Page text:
Proposition 2, recently passed by the Vermont Senate, is not an anti-slavery amendment as sometimes described. The Vermont Constitution already prohibits slavery as it has since the first Vermont Constitution, written in 1777. This was the first prohibition of slavery in America, an articulation of human dignity and freedom, a clear denunciation of the abomination of slavery, and a point of pride to Vermonters ever since. Almost every word of Proposition 2 is already in the Vermont Constitution and appears in Proposition 2 for context. Rather than condemn and prohibit slavery, Proposition 2 is intended merely to correct the existing constitutional language that limits anti-slavery protection to people over 21. Obviously that limitation is a flaw. So why not correct it?
The Vermont Constitution is a living document that is amendable at the will of the people. But, Proposition 2 doesn’t change law. Vermont’s prohibition of slavery hasn’t been law since 1865, when ratification of the 13th Amendment outlawed slavery throughout the country, and made Vermont’s prohibition moot. Proposition 2 changes language that has only historical value. Our decisions about what parts of history to celebrate, and what parts not to celebrate, speak more about the present and the future than they do about the past. As confederate flags, statues of confederate “heroes,” and other symbols of slavery come down, so too we should preserve and celebrate authentically our anti-slavery history, such as the anti-slavery language of our state constitution.
The reason for the age limitation is a matter of speculation. It’s been called the “apprenticeship clause.” I speculate that it was intended to respect parental authority. In any case, it’s clearly a flaw in the language. Were it law, we would need to change it. But changing an artifact that has only historical value serves only to falsify our understanding of our history, pretending our forebears did a better job than they actually did. I’m a retired teacher of history. And I’m a liberal. I’m not accustomed to planting smiley faces on our history; I rip them off. Just as we need to tell the good truth about our history to honor our forebears and for our own inspiration, we need to tell the bad truth in order to begin taking responsibility for it. We need to tell the truth simply because it is the truth.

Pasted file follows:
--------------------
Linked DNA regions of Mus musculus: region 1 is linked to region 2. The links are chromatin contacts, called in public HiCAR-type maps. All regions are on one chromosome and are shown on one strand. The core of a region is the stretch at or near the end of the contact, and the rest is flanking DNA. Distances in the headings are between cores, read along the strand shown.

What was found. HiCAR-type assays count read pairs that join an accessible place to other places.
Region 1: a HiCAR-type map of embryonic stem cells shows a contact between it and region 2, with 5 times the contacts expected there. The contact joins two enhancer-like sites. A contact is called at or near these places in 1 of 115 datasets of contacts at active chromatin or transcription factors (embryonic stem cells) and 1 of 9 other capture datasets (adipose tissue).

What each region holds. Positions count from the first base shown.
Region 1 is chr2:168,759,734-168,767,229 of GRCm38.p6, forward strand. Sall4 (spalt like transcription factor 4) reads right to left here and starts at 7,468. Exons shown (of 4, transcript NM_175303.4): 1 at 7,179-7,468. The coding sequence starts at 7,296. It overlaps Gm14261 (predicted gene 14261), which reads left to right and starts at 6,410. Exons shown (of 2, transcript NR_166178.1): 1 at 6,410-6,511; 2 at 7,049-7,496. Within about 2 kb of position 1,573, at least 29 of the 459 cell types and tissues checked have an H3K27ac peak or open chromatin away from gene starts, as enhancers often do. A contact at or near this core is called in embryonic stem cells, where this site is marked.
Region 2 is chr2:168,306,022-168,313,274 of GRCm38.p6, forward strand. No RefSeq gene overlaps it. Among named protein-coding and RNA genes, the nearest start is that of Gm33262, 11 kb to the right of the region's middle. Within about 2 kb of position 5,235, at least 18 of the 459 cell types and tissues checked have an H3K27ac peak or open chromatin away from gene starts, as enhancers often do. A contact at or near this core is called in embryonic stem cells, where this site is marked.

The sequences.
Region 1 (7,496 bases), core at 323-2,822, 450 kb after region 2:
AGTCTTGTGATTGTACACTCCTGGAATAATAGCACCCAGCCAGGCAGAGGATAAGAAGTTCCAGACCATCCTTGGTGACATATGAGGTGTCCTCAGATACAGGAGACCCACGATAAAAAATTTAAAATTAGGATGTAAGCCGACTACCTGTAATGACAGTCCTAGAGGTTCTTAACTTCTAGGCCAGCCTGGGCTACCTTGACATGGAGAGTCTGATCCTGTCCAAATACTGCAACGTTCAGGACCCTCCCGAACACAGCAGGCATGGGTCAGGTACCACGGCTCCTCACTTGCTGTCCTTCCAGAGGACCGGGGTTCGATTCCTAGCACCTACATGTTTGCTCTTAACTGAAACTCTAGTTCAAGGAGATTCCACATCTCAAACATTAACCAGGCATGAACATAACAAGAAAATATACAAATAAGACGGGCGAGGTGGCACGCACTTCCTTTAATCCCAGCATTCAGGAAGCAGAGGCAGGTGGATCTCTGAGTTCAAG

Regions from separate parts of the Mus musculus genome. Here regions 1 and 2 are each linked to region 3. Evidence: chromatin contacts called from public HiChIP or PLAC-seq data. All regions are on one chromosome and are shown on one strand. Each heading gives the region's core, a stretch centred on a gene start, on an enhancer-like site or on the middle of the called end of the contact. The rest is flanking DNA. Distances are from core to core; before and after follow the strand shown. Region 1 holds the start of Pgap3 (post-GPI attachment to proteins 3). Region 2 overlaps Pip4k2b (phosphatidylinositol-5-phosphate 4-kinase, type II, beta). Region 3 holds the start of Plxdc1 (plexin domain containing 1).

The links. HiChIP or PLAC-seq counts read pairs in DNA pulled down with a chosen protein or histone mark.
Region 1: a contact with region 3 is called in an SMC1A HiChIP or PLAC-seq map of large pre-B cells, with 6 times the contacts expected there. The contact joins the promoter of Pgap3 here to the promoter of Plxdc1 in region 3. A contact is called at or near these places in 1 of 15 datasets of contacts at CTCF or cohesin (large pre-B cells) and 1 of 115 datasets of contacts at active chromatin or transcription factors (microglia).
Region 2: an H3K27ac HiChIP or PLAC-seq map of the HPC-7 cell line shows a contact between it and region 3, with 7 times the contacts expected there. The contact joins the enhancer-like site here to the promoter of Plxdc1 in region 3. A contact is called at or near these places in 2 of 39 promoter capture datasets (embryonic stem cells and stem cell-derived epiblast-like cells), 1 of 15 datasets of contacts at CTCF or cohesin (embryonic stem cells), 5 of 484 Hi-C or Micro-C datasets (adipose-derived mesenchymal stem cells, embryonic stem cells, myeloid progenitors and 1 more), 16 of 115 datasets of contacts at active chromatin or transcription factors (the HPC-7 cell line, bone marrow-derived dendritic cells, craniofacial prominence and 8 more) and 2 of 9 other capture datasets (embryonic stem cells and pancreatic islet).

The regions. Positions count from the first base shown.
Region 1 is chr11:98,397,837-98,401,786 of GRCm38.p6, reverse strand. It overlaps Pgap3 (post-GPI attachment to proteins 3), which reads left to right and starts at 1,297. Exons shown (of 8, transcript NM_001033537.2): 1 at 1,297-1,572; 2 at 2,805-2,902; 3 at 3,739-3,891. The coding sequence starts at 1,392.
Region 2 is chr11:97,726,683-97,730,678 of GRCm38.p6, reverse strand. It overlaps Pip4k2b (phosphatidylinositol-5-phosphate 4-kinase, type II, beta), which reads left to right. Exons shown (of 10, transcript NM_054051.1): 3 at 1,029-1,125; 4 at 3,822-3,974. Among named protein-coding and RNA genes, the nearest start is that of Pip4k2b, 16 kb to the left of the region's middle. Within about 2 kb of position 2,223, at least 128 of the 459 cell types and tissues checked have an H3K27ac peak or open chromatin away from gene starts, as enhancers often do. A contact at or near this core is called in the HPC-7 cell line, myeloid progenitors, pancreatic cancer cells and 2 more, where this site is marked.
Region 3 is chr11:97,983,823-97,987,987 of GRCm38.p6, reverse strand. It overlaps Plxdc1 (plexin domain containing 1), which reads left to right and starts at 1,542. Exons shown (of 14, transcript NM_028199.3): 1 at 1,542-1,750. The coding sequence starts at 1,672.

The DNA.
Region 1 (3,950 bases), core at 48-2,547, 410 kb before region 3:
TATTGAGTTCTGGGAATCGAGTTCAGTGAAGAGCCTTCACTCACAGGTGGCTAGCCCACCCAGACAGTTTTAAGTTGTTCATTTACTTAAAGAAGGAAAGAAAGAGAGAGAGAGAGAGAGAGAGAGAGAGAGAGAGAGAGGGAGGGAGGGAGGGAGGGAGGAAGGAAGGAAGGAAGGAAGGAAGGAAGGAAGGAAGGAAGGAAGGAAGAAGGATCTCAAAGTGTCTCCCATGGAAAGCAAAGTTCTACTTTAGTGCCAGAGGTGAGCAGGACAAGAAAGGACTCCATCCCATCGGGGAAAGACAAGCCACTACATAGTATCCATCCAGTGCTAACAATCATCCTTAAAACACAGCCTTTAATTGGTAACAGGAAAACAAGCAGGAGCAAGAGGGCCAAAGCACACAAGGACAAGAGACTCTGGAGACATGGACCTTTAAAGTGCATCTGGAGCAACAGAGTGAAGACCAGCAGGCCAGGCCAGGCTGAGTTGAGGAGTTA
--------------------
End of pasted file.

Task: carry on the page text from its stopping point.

Great moments in history are often flawed. The Magna Carta is a catalogue of the privileges of the English aristocracy. The Declaration of Independence promoted certain unalienable rights of all men, defended stealing Indigenous People’s land, and called Indigenous People “savage Indians.” Vermont’s prohibition of slavery was limited to adults. These are all flaws. But the Magna Carta established the consent of the governed as the only basis for the just powers of government. The Declaration of Independence based the founding of our nation on logic of human rights. In 1777 the Vermont Constitution was the first in America to outlaw slavery. Martin Luther King described the Arc of History as bending, not turning sharply, towards Justice.
Finally, I oppose Proposition 2 because it falls so far short of our duty to People of Color. Racial Justice advocates have a list of demands; including reparations, better access to capital, better opportunities to acquire land, a more honest telling of history, objective civilian review of police violence. The very least People of Color deserve is a thorough and open-minded consideration. Proposition 2 is an underwhelming response that doesn’t rise to the occasion.
Proposition 2 will go to a referendum of the people for ratification.
Sen. Dick McCormack